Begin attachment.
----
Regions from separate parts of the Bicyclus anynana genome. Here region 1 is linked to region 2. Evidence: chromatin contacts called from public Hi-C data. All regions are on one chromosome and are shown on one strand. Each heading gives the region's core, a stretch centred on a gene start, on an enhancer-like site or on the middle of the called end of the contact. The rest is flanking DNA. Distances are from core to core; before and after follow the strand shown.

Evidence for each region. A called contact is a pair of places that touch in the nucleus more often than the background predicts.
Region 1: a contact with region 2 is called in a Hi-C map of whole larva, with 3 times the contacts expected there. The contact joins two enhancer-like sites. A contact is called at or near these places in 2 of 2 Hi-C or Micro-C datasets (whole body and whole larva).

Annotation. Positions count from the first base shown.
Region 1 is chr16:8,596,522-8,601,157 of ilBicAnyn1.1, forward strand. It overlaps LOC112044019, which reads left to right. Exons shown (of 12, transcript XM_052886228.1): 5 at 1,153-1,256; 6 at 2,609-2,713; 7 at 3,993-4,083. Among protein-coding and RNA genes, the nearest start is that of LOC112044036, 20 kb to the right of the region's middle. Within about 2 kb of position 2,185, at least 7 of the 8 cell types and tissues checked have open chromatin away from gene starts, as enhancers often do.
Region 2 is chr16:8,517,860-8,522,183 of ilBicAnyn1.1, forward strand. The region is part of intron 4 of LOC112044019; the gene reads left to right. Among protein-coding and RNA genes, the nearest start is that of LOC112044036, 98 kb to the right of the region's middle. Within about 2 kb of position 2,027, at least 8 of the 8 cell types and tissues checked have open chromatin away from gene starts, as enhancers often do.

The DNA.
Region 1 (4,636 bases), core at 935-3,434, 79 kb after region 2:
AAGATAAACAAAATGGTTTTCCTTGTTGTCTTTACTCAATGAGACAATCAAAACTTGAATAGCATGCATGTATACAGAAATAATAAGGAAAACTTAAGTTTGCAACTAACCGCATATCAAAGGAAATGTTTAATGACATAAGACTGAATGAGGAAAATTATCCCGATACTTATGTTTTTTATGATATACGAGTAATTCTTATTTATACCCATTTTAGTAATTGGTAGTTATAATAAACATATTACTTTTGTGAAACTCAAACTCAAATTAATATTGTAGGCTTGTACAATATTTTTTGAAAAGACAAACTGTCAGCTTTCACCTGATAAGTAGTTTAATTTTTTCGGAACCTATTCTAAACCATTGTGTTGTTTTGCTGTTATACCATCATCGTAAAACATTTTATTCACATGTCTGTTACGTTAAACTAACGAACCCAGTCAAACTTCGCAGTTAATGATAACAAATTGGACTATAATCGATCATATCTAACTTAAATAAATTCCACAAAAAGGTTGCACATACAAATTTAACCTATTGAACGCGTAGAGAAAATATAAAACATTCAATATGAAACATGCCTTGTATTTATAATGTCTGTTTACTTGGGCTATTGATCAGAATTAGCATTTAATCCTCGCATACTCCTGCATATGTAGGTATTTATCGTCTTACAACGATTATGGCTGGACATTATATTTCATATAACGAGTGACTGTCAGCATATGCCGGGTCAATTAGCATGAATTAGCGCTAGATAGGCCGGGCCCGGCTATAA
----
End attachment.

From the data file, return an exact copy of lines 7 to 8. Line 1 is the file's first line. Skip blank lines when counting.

The DNA.
Region 1 (4,636 bases), core at 935-3,434, 79 kb after region 2: